This is the first post of my Civic Engagement series and I’ll be focusing on community service in the classroom. I’ve completed two service learning classes over the past few years and have greatly enjoyed the experiences. One of the classes had a one-day event where we worked with elementary students while the other was a semester-long project that benefited Rochester Refugee Resettlement Services.
- Elementary Nutrition Project: Sophomore year I took nutrition along with its corresponding lab. As part of my lab class, we were given an opportunity to teach elementary students about nutrition. For the project, we created an interactive game, which included an opportunity for students to pick up a cutout of a food and place it either on the healthy or unhealthy list. Once they were done, we explained to them why each food belongs to their respective list. In total, there were about 10 groups that presented projects to the students. Although this was a one-day community service opportunity, it felt great to give back and teach students about living a healthy lifestyle.
- Rochester Refugee Resettlement Services: In my management ethics class, the class divided into two groups to work with the community partner, one worked on finding houses for refugees and another worked on finding employment opportunities for them. My group, the employment group, developed a large 3’ X 5’ map for the organization and created a map legend over the course of the semester. The community partner let us know what skills refugees possessed and which industries they could easily work in. We researched as many companies in the industries as possible in the Rochester Community for the organization. From there, we put the name of the company, a description, and contact information on the map legend. At the end of the semester, we presented it to the organization so that they could keep the map and update it as refugee skill sets changed.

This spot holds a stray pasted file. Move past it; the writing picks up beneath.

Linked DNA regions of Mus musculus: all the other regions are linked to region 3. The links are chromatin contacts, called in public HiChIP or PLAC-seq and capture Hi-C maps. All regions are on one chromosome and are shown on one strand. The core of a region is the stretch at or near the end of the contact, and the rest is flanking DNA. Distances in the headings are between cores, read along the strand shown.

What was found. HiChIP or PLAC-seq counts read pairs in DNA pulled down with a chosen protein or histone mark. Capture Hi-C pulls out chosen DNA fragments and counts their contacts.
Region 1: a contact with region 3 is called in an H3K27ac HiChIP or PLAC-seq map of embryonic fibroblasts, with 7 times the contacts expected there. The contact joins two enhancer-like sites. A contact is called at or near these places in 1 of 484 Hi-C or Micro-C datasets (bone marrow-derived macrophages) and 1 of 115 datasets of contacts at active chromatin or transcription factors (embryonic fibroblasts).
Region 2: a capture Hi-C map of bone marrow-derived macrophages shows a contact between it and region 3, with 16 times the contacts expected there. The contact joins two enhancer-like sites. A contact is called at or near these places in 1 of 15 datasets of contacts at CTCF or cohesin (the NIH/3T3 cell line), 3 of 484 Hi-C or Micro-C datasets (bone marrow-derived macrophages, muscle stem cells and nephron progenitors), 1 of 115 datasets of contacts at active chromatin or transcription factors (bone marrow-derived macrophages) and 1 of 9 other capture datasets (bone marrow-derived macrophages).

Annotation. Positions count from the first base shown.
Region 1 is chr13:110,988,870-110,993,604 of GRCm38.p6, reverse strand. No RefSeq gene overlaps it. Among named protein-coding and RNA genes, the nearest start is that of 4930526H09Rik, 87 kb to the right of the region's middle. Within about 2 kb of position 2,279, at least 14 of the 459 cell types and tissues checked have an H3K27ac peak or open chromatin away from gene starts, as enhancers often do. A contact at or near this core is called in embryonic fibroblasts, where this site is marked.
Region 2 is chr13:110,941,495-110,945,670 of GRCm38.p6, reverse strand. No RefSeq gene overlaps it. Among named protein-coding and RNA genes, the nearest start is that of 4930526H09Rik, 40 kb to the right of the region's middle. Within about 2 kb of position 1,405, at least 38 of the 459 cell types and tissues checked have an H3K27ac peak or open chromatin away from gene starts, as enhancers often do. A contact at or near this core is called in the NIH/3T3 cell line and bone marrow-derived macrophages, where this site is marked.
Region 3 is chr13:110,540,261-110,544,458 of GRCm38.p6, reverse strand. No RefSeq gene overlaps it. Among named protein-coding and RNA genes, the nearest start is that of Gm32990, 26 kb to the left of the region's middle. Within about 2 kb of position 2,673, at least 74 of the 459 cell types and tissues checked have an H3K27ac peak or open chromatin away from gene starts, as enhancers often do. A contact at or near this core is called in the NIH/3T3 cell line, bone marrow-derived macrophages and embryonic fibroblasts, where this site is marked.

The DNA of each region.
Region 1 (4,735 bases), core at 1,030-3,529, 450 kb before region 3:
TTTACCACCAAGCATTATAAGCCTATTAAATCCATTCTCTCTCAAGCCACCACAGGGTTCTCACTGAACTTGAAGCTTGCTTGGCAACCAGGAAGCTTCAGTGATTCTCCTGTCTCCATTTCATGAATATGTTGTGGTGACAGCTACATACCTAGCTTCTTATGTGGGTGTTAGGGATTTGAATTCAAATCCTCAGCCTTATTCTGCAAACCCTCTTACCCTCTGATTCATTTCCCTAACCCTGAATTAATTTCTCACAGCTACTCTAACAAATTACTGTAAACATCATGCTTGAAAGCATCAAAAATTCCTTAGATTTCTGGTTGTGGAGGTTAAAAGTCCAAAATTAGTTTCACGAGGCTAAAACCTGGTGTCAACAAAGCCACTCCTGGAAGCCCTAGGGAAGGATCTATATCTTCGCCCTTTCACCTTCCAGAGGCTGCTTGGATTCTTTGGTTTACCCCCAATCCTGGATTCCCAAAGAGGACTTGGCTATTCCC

In-class service opportunities provide a different opportunity of community service. In other words, most people participate in community service opportunities that include cleaning or working in a soup kitchen, typically an extra set of hands for the organization. My in-class opportunities have allowed me to work with nonprofits on a business-level where my service provided an opportunity for the organization to grow. These experiences have helped me develop skills like thinking outside the box, critical thinking, collaboration, and adaptability. Be on the lookout for my next posts, including my internship at a nonprofit and an alternative spring break trip, on civic engagement!